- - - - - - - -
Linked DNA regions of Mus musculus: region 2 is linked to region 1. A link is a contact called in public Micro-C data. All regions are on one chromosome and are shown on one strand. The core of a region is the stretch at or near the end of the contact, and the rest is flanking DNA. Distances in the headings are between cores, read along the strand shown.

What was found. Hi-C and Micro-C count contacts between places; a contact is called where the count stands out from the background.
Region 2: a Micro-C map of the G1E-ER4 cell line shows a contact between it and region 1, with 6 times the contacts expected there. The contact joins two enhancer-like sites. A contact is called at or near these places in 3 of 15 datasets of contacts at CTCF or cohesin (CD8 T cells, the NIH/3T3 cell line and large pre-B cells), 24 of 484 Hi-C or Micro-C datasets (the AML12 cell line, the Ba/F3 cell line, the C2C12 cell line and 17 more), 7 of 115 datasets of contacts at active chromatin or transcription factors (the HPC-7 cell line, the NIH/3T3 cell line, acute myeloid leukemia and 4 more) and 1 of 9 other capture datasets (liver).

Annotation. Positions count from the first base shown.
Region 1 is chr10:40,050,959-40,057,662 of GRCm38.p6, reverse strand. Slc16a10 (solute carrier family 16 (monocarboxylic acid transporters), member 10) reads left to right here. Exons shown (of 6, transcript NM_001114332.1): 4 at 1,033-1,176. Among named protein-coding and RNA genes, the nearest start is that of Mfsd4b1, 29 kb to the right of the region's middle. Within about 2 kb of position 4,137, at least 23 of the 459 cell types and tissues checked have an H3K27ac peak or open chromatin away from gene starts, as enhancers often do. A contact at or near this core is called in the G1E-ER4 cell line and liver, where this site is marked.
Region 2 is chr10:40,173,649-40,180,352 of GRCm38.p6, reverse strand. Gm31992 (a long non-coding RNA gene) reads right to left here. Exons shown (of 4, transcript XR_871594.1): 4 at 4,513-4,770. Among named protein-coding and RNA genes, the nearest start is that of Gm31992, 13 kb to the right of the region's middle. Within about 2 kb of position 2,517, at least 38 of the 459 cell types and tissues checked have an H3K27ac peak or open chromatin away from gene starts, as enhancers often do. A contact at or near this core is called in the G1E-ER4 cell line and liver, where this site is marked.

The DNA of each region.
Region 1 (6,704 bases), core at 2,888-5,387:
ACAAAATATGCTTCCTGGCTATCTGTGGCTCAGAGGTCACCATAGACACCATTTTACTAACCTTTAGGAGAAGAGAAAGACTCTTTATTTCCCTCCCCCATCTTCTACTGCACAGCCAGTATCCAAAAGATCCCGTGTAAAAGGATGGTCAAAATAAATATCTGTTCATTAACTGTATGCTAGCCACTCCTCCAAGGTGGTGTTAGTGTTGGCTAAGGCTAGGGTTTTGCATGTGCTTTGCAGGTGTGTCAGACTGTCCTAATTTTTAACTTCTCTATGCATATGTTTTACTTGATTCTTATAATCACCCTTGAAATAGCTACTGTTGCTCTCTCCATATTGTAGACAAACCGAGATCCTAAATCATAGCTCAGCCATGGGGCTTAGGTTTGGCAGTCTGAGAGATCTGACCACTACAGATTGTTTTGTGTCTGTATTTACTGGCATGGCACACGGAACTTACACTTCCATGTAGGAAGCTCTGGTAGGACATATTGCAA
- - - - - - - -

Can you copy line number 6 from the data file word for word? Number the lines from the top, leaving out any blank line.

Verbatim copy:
Region 2 is chr10:40,173,649-40,180,352 of GRCm38.p6, reverse strand. Gm31992 (a long non-coding RNA gene) reads right to left here. Exons shown (of 4, transcript XR_871594.1): 4 at 4,513-4,770. Among named protein-coding and RNA genes, the nearest start is that of Gm31992, 13 kb to the right of the region's middle. Within about 2 kb of position 2,517, at least 38 of the 459 cell types and tissues checked have an H3K27ac peak or open chromatin away from gene starts, as enhancers often do. A contact at or near this core is called in the G1E-ER4 cell line and liver, where this site is marked.